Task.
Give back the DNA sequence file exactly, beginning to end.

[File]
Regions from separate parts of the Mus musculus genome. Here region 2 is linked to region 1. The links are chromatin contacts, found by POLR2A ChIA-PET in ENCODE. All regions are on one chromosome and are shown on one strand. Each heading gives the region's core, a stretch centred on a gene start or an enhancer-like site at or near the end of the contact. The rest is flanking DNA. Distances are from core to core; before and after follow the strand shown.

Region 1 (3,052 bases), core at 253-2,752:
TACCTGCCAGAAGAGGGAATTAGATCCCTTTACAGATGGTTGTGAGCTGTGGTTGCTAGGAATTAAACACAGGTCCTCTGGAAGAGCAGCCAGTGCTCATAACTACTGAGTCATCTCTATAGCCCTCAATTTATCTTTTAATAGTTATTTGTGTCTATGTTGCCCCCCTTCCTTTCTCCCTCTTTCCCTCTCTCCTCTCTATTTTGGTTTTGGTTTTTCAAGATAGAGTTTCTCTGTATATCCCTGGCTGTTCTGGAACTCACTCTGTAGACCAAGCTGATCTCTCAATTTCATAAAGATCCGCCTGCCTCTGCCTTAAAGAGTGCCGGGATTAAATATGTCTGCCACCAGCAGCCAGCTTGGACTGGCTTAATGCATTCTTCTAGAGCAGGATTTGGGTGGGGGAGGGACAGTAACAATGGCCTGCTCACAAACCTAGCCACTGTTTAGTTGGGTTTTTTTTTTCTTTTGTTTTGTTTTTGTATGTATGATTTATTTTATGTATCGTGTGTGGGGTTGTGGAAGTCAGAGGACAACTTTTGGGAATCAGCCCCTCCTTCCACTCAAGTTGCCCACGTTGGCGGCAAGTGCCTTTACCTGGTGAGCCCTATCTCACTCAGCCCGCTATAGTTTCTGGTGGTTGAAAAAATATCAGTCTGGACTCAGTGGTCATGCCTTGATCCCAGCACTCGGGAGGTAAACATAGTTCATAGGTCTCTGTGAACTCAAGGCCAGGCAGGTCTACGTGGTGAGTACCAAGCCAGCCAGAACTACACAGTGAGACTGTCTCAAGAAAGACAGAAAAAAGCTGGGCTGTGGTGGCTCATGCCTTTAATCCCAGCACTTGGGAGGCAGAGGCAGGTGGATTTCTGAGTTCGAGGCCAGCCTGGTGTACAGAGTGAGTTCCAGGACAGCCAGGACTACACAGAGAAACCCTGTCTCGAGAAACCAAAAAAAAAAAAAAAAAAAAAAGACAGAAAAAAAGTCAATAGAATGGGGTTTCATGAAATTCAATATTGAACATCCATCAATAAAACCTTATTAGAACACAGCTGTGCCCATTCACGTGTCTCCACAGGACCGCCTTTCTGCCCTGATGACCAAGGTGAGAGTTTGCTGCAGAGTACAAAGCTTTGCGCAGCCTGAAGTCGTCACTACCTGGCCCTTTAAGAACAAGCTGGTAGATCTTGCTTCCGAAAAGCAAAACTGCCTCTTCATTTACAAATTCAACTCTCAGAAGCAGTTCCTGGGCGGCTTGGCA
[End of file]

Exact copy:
Regions from separate parts of the Mus musculus genome. Here region 2 is linked to region 1. The links are chromatin contacts, found by POLR2A ChIA-PET in ENCODE. All regions are on one chromosome and are shown on one strand. Each heading gives the region's core, a stretch centred on a gene start or an enhancer-like site at or near the end of the contact. The rest is flanking DNA. Distances are from core to core; before and after follow the strand shown.

Region 1 (3,052 bases), core at 253-2,752:
TACCTGCCAGAAGAGGGAATTAGATCCCTTTACAGATGGTTGTGAGCTGTGGTTGCTAGGAATTAAACACAGGTCCTCTGGAAGAGCAGCCAGTGCTCATAACTACTGAGTCATCTCTATAGCCCTCAATTTATCTTTTAATAGTTATTTGTGTCTATGTTGCCCCCCTTCCTTTCTCCCTCTTTCCCTCTCTCCTCTCTATTTTGGTTTTGGTTTTTCAAGATAGAGTTTCTCTGTATATCCCTGGCTGTTCTGGAACTCACTCTGTAGACCAAGCTGATCTCTCAATTTCATAAAGATCCGCCTGCCTCTGCCTTAAAGAGTGCCGGGATTAAATATGTCTGCCACCAGCAGCCAGCTTGGACTGGCTTAATGCATTCTTCTAGAGCAGGATTTGGGTGGGGGAGGGACAGTAACAATGGCCTGCTCACAAACCTAGCCACTGTTTAGTTGGGTTTTTTTTTTCTTTTGTTTTGTTTTTGTATGTATGATTTATTTTATGTATCGTGTGTGGGGTTGTGGAAGTCAGAGGACAACTTTTGGGAATCAGCCCCTCCTTCCACTCAAGTTGCCCACGTTGGCGGCAAGTGCCTTTACCTGGTGAGCCCTATCTCACTCAGCCCGCTATAGTTTCTGGTGGTTGAAAAAATATCAGTCTGGACTCAGTGGTCATGCCTTGATCCCAGCACTCGGGAGGTAAACATAGTTCATAGGTCTCTGTGAACTCAAGGCCAGGCAGGTCTACGTGGTGAGTACCAAGCCAGCCAGAACTACACAGTGAGACTGTCTCAAGAAAGACAGAAAAAAGCTGGGCTGTGGTGGCTCATGCCTTTAATCCCAGCACTTGGGAGGCAGAGGCAGGTGGATTTCTGAGTTCGAGGCCAGCCTGGTGTACAGAGTGAGTTCCAGGACAGCCAGGACTACACAGAGAAACCCTGTCTCGAGAAACCAAAAAAAAAAAAAAAAAAAAAAGACAGAAAAAAAGTCAATAGAATGGGGTTTCATGAAATTCAATATTGAACATCCATCAATAAAACCTTATTAGAACACAGCTGTGCCCATTCACGTGTCTCCACAGGACCGCCTTTCTGCCCTGATGACCAAGGTGAGAGTTTGCTGCAGAGTACAAAGCTTTGCGCAGCCTGAAGTCGTCACTACCTGGCCCTTTAAGAACAAGCTGGTAGATCTTGCTTCCGAAAAGCAAAACTGCCTCTTCATTTACAAATTCAACTCTCAGAAGCAGTTCCTGGGCGGCTTGGCA